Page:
Archaeologically, Thraco-Cimmerian artifacts consist of grave goods and hoards. The artifacts labelled Thraco-Cimmerian all belong to a category of upper class, luxury objects, like weapons, horse tacks and jewelry, and they are recovered only from a small percentage of graves of the period. They are metal (usually bronze) items, particularly parts of horse tacks, found in a late Urnfield context, but without local Urnfield predecessors for their type. They appear rather to spread from the Koban culture of the Caucasus and northern Georgia, which together with the Srubna culture, blends into the 9th to 7th centuries pre-Scythian Chernogorovka and Novocherkassk cultures. By the 7th century, Thraco-Cimmerian objects are spread further west over most of Eastern and Central Europe, locations of finds reaching to Denmark and eastern Prussia in the north and to Lake Zurich in the west. Together with these bronze artifacts, earliest Iron items appear, ushering in the European Iron Age, corresponding to the Proto-Celtic expansion from the Hallstatt culture.
Even though archaeologists, for the present, now tend to dismiss the concept of a Cimmerian (or "Thrako-Cimmerian") invasion of the west the finds exist. They were new to the area and are consistent with the coming of newcomers to the areas concerned.
An analysis of dolmens in the Middle East, the Caucasus, and Bulgaria will show that these were all erected by the one people and are consistent with the israelites having become identifed with the Cimmerians and moving westward. This will also provide additional proof that the megalithic monuments tracing a path between Israel and the West are to be dated to a time consistent with the migrations (after ca. 700 BCE in conventional chronology) of the Hebrew Nations.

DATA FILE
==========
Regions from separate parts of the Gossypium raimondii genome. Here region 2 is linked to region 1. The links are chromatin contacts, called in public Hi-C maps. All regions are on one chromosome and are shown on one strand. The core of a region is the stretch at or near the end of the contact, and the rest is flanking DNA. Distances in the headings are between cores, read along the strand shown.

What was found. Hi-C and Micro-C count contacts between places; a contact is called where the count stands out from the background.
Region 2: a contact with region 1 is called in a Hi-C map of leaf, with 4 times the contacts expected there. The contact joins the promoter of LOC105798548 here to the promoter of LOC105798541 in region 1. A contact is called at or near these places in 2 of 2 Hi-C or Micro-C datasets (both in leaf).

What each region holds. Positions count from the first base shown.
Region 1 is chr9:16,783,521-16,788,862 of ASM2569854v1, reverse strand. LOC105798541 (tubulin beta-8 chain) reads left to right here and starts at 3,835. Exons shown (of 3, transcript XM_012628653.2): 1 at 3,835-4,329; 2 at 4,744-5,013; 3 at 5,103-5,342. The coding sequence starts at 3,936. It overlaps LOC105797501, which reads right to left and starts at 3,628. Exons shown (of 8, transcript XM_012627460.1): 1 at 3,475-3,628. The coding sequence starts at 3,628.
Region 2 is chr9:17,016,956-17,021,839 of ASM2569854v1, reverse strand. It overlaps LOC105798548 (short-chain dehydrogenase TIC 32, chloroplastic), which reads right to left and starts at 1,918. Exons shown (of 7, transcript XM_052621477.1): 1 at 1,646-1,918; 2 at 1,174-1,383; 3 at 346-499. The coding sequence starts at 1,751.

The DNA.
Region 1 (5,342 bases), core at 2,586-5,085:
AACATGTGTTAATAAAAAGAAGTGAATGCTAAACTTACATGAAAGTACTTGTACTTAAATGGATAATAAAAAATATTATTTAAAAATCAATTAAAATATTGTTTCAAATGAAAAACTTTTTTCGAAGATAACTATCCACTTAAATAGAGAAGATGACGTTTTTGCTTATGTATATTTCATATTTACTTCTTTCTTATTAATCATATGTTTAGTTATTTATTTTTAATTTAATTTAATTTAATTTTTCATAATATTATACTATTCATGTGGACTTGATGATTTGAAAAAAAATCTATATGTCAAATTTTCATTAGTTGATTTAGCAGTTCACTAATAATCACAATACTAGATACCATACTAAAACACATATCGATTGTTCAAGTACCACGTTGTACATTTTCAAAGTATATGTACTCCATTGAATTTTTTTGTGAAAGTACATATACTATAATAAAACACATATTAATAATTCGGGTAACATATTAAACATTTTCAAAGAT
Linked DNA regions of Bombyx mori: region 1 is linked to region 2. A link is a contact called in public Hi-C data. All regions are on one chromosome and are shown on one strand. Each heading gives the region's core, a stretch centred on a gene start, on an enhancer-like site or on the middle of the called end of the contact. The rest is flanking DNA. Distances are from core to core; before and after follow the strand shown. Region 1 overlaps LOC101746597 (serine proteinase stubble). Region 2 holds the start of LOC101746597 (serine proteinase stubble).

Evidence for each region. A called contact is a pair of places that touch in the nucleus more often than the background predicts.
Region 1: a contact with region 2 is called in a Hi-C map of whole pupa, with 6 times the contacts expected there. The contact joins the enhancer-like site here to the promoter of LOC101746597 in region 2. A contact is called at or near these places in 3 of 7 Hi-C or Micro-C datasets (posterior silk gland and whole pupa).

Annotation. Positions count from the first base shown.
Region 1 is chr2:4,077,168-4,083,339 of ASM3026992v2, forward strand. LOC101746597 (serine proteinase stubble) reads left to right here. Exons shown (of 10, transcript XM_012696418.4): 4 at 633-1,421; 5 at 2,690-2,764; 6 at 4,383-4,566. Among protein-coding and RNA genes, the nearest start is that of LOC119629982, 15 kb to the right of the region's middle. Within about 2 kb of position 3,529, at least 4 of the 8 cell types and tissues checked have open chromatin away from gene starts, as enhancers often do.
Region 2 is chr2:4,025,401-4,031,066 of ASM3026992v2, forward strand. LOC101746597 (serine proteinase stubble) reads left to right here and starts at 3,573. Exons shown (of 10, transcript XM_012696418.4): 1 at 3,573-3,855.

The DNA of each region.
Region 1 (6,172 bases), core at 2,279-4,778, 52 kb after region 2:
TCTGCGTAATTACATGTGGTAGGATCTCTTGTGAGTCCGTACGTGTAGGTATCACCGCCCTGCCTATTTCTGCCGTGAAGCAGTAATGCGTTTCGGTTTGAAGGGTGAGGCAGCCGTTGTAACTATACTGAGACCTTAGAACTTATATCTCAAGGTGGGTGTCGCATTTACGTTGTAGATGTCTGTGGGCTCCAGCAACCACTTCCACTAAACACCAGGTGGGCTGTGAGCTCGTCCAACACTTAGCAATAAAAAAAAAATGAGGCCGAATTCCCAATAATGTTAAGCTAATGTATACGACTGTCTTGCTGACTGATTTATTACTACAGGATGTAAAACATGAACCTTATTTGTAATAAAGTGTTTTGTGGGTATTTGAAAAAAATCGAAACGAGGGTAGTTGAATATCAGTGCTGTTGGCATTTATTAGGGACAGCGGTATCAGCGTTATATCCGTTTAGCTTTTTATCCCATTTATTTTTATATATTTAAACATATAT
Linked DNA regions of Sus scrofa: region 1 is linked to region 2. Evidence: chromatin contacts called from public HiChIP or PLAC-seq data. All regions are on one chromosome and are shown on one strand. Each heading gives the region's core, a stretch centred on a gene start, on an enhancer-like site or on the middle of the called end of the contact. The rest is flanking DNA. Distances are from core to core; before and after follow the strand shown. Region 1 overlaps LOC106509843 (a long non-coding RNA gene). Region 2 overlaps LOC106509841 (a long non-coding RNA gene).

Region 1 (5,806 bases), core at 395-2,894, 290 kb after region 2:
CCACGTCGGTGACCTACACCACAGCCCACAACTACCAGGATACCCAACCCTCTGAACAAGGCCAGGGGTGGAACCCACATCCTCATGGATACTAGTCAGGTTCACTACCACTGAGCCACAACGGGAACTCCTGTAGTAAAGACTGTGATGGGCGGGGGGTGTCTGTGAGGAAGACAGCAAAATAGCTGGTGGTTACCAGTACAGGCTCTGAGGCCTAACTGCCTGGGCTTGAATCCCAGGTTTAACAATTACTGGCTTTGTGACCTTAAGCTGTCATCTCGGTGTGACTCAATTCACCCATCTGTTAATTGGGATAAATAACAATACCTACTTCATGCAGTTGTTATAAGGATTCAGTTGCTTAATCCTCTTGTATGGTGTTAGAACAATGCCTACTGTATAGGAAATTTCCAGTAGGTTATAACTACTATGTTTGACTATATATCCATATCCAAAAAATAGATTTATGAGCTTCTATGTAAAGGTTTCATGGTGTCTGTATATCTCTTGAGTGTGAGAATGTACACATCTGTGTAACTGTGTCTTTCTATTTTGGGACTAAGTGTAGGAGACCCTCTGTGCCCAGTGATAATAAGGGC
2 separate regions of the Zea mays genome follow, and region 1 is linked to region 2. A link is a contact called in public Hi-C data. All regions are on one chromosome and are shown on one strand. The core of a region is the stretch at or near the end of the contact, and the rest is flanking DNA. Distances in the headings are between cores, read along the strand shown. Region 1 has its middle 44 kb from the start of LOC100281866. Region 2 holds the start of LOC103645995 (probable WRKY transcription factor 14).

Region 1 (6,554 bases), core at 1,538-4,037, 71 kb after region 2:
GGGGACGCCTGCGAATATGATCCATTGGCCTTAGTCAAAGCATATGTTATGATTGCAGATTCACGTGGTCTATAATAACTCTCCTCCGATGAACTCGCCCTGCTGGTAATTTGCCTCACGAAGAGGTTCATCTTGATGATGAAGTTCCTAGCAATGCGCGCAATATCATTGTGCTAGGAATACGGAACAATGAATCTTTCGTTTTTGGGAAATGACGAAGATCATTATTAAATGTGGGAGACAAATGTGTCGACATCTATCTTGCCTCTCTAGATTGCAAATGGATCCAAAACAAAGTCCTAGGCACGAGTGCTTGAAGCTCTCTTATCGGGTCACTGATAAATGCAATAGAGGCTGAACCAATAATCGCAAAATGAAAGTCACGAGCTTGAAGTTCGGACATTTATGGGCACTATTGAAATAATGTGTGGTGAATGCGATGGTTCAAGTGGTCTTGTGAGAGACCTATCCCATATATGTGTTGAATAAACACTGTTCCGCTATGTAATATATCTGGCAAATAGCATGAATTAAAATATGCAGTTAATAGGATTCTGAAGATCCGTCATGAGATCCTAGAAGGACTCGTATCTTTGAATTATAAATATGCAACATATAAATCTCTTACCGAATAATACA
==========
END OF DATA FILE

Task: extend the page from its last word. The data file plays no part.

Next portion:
Wikipedia dates the Caucasus dolmens to 3000 BCE and 2000 BCE.
Dolmens of North Caucasus
From Wikipedia, the free encyclopedia
The Israelites were exiled from ca. 720 BCE. The Cimmerians left the Middle East and headed westward a little before 600 BCE. The Scythians did the same a little later.
How then could any of these peoples (Israelites, Cimmerians, or Scythians) have built the Caucasus dolmens?
We will see that Caucasus-type dolmens were built in Bulgaria in the period from ca. 700 (or later) to ca. 580 (or a little later) BCE.
They were built by a people who had come from outside the area and who afterwards moved on.
The dolmens in Bulgaria are considered both contemporary with those of the Caucasus and a continuation of them.
Obviously if the dolmens of Bulgaria belong to the era ca. 700-500 BCE they cannot be contemporary with those of the Caucasus where dolmens allegedly stopped being built in ca. 1500 BCE.
Someone has therefore got their chronology mixed up. It is not us.
The dating of the Caucasus dolmens is wrong.
They should be dated later than they are and their association with Israel and the Cimmerians acknowledged.
This issue will be discussed more in the coming articles.